In the fall of 1962 a group of black artists gathered in the back of Safety Savings and Loan’s community room. Brought together by a 53-year-old woman with no formal knowledge of art and limited resources, Ruth Waddy’s pitch to the group was a simple one:
Her goal was to create a juried art show at a prominent museum in Los Angeles. A simple pitch, but a formidable task.
Editor’s Note: Today I read an extensive series of interviews with Ruth Waddy conducted by Karen Anne Mason with UCLA’s Center for Oral History Research. This recounting of Waddy’s foray into the art world was just too good to keep hidden. Ok, back to the artists in the community room in 1962.
The group liked the idea, but the daunting part was looming. In order to hold the show, they had to convince a museum to gamble on the group. Waddy was no stranger to challenging tasks. As a young single mother living as a domestic in Chicago during WWII, Waddy was studying to be a blueprint reader and solderer. When she was denied employment at Lockheed Martin because she was black, she moved to Los Angeles to become a riveter for Douglas Aircraft Corp. Her curiosity and a desire to bring people together guided Waddy to the art world and a late stage career that ultimately allowed her to travel the globe. But first she had to pull together the museum show.
Recognizing she needed art world gravitas and the negotiational acumen required to get a foot in the door of a cultural institution, she enlisted the help of artist Charles White and Norman Houston, the President of the largest black owned insurance company in the Western U.S., Golden State Mutual Life Insurance Company. With White as the artist and Houston as the negotiator, Waddy was armed with the air cover needed for a meeting with the Los Angeles County Museum of Art. At the end of the meeting, the director appeared to be on board with the show, but there was a catch…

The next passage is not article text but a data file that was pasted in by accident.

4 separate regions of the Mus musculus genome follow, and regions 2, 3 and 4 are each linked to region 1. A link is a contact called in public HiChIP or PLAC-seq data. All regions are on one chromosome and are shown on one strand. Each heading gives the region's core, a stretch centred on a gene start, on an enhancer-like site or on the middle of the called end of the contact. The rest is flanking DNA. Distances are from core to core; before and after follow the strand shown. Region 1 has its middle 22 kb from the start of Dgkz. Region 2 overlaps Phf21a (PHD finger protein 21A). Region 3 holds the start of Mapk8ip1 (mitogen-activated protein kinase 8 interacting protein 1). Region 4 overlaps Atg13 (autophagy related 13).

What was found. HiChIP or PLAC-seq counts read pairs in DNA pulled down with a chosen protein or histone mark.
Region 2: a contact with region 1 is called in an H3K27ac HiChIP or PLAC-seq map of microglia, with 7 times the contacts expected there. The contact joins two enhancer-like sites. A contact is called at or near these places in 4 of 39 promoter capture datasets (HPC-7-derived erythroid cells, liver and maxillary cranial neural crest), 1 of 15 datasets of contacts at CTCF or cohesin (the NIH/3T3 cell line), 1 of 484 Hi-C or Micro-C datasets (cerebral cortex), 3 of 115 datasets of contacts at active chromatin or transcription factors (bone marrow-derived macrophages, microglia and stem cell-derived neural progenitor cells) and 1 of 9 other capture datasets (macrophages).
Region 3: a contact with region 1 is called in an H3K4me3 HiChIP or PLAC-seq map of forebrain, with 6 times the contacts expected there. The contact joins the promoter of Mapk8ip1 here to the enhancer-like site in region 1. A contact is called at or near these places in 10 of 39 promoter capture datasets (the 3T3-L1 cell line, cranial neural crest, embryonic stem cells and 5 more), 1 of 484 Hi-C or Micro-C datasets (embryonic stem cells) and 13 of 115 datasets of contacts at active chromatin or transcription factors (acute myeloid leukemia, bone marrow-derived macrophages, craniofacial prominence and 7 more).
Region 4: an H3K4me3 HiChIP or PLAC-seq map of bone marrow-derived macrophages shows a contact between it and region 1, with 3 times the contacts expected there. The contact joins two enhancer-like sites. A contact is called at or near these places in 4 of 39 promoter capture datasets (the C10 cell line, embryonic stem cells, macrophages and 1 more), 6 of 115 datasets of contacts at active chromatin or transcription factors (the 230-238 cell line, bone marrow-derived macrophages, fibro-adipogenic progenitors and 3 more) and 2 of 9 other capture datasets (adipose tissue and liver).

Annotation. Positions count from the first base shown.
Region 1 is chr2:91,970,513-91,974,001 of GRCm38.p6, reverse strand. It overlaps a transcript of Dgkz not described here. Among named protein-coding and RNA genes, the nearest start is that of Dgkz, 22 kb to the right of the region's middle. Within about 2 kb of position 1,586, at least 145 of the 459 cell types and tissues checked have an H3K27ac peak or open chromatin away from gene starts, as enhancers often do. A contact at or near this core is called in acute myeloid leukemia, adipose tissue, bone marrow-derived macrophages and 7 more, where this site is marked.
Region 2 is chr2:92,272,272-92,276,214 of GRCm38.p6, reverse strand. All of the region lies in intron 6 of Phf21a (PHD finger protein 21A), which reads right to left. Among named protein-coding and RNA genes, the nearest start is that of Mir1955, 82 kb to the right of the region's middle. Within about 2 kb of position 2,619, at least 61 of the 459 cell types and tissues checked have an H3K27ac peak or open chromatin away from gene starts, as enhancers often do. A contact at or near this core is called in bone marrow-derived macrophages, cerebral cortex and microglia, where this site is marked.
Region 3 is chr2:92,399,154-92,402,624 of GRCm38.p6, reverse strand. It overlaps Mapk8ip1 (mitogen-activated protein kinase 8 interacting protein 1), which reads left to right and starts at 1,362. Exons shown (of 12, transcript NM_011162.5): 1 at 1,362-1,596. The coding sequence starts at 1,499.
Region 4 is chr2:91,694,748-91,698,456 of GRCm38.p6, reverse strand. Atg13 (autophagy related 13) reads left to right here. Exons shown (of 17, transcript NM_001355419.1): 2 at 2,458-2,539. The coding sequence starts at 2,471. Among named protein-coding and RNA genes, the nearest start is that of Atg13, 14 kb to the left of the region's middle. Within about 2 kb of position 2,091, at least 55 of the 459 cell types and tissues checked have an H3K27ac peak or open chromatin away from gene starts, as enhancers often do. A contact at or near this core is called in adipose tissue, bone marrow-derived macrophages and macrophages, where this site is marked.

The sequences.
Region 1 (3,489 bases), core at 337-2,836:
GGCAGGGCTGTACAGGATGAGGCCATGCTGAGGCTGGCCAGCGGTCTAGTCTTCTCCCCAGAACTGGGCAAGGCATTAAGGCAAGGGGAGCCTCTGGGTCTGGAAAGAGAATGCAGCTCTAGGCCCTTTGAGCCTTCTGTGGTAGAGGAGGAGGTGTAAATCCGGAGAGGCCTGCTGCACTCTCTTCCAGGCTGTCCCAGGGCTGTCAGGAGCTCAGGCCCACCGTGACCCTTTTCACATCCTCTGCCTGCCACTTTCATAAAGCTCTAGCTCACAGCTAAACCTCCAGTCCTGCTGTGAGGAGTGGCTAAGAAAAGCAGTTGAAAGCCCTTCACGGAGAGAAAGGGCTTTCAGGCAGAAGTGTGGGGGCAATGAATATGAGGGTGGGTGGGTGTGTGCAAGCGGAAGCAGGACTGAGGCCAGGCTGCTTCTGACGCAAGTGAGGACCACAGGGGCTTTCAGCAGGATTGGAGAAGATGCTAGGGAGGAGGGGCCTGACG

According to Waddy, they had to find a Henry O. Tanner painting for the museum’s collection. Tanner was the most recognized and lauded African-American artist at the turn of the century; acquiring a painting was a herculean task that the three of them would not likely achieve on their own. It’s hard to say if the director’s condition was an intentional roadblock, but nevertheless the ask was too formidable. As Waddy recounts in her 1991 interview with Karen Anne Mason,
“I came back and told the artists the condition of having the show, and none of them knew where to get a Tanner. So we didn’t have the show. That was the end of it. But the artists were so happy to be sitting so close together. There were about fifteen or twenty, we’ll say. Maybe there were more. There weren’t any less than that, but maybe there were more than that. They were so happy to be together, they said, “No, we’ll form a group.”
Once again, a rejection turned into an opportunity. Waddy and her group of artists formed Art West Associated, an organization dedicated to promoting art and artist’s advocacy to create a broader market for African-American art and to engender institutional recognition and support. It was during this time that Waddy’s own artistic practice came to fruition and she became a printmaker in her own right.
As a champion for African-American artists, Waddy’s advocacy created a powerful network. This constellation of art stars included Noah Purifoy, Samella Lewis, Romare Bearden and Charles White among others. The foundational work of Art West Associated expanded the pioneering work of co-op galleries like Eleven Associated and laid the groundwork for canonizing the work of black artists in Los Angeles in the 1960’s and 1970’s.
Her stories are some of the most captivating ones I’ve come across in recent memory. So much so, that I am dedicating my 2017 “Artist a Day Challenge” to her. My daily posts during the month of February will feature artists who have collaborated with, promoted or inspired others, with each artist featured connecting to another. Many will link back to Waddy and all have ties to the diaspora. This is my 3rd year of focusing on African diasporic artists during Black History Month and I am once again excited to take on this writing challenge in 2017. If you follow along, please let me know what you think in the days that follow!
Digital Archive, NOW DIG THIS!: ART AND BLACK LOS ANGELES 1960–1980 https://hammer.ucla.edu/now-dig-this/artists/ruth-waddy/
African- American Artists of Los Angeles, Ruth G. Waddy interviewed by Karen Anne Mason, Oral History Program, University of California Los Angeles, Copyright, 1993 https://archive.org/stream/waddyafricanamer00wadd/waddyafricanamer00wadd_djvu.txt